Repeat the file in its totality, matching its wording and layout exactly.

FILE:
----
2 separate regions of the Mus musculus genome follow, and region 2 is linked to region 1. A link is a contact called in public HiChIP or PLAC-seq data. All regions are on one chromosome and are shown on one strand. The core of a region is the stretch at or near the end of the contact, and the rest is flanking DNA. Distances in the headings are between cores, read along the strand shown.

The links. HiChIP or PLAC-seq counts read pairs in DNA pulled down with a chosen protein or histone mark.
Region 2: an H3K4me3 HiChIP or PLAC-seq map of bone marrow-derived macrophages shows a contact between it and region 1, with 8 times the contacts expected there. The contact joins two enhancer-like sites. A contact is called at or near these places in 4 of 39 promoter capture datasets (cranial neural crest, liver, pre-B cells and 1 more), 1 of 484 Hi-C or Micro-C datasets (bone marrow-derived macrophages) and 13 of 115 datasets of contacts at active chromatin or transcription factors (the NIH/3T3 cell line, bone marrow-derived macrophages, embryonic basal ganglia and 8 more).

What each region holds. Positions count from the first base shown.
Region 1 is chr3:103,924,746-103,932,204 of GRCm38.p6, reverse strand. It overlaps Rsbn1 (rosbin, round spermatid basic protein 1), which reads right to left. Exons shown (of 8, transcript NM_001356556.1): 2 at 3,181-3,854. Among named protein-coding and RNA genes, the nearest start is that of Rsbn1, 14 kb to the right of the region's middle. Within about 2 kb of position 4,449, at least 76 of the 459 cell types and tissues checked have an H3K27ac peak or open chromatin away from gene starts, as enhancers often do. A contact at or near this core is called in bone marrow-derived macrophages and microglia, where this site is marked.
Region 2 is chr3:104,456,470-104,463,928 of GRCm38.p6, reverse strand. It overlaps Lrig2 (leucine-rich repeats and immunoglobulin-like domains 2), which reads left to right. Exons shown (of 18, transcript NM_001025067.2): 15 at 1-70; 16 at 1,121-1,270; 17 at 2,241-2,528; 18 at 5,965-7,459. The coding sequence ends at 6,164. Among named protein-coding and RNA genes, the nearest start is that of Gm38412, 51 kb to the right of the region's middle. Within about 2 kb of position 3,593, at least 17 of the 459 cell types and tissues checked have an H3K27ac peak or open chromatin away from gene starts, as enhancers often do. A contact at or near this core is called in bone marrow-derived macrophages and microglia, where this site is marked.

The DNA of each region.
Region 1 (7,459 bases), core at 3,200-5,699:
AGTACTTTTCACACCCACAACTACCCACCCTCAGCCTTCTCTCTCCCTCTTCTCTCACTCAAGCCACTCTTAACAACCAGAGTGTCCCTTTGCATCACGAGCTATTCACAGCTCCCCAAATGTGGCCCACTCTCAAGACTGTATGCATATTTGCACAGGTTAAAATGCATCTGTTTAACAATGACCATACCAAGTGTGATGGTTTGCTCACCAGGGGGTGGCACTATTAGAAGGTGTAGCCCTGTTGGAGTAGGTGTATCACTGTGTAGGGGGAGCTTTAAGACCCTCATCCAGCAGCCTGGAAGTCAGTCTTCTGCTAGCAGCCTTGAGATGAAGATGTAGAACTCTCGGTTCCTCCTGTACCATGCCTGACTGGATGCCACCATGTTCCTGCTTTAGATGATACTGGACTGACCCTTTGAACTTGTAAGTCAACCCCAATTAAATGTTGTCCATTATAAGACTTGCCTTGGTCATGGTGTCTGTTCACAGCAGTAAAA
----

2 separate regions of the Mus musculus genome follow, and region 2 is linked to region 1. A link is a contact called in public HiChIP or PLAC-seq data. All regions are on one chromosome and are shown on one strand. The core of a region is the stretch at or near the end of the contact, and the rest is flanking DNA. Distances in the headings are between cores, read along the strand shown.

The links. HiChIP or PLAC-seq counts read pairs in DNA pulled down with a chosen protein or histone mark.
Region 2: an H3K4me3 HiChIP or PLAC-seq map of bone marrow-derived macrophages shows a contact between it and region 1, with 8 times the contacts expected there. The contact joins two enhancer-like sites. A contact is called at or near these places in 4 of 39 promoter capture datasets (cranial neural crest, liver, pre-B cells and 1 more), 1 of 484 Hi-C or Micro-C datasets (bone marrow-derived macrophages) and 13 of 115 datasets of contacts at active chromatin or transcription factors (the NIH/3T3 cell line, bone marrow-derived macrophages, embryonic basal ganglia and 8 more).

What each region holds. Positions count from the first base shown.
Region 1 is chr3:103,924,746-103,932,204 of GRCm38.p6, reverse strand. It overlaps Rsbn1 (rosbin, round spermatid basic protein 1), which reads right to left. Exons shown (of 8, transcript NM_001356556.1): 2 at 3,181-3,854. Among named protein-coding and RNA genes, the nearest start is that of Rsbn1, 14 kb to the right of the region's middle. Within about 2 kb of position 4,449, at least 76 of the 459 cell types and tissues checked have an H3K27ac peak or open chromatin away from gene starts, as enhancers often do. A contact at or near this core is called in bone marrow-derived macrophages and microglia, where this site is marked.
Region 2 is chr3:104,456,470-104,463,928 of GRCm38.p6, reverse strand. It overlaps Lrig2 (leucine-rich repeats and immunoglobulin-like domains 2), which reads left to right. Exons shown (of 18, transcript NM_001025067.2): 15 at 1-70; 16 at 1,121-1,270; 17 at 2,241-2,528; 18 at 5,965-7,459. The coding sequence ends at 6,164. Among named protein-coding and RNA genes, the nearest start is that of Gm38412, 51 kb to the right of the region's middle. Within about 2 kb of position 3,593, at least 17 of the 459 cell types and tissues checked have an H3K27ac peak or open chromatin away from gene starts, as enhancers often do. A contact at or near this core is called in bone marrow-derived macrophages and microglia, where this site is marked.

The DNA of each region.
Region 1 (7,459 bases), core at 3,200-5,699:
AGTACTTTTCACACCCACAACTACCCACCCTCAGCCTTCTCTCTCCCTCTTCTCTCACTCAAGCCACTCTTAACAACCAGAGTGTCCCTTTGCATCACGAGCTATTCACAGCTCCCCAAATGTGGCCCACTCTCAAGACTGTATGCATATTTGCACAGGTTAAAATGCATCTGTTTAACAATGACCATACCAAGTGTGATGGTTTGCTCACCAGGGGGTGGCACTATTAGAAGGTGTAGCCCTGTTGGAGTAGGTGTATCACTGTGTAGGGGGAGCTTTAAGACCCTCATCCAGCAGCCTGGAAGTCAGTCTTCTGCTAGCAGCCTTGAGATGAAGATGTAGAACTCTCGGTTCCTCCTGTACCATGCCTGACTGGATGCCACCATGTTCCTGCTTTAGATGATACTGGACTGACCCTTTGAACTTGTAAGTCAACCCCAATTAAATGTTGTCCATTATAAGACTTGCCTTGGTCATGGTGTCTGTTCACAGCAGTAAAA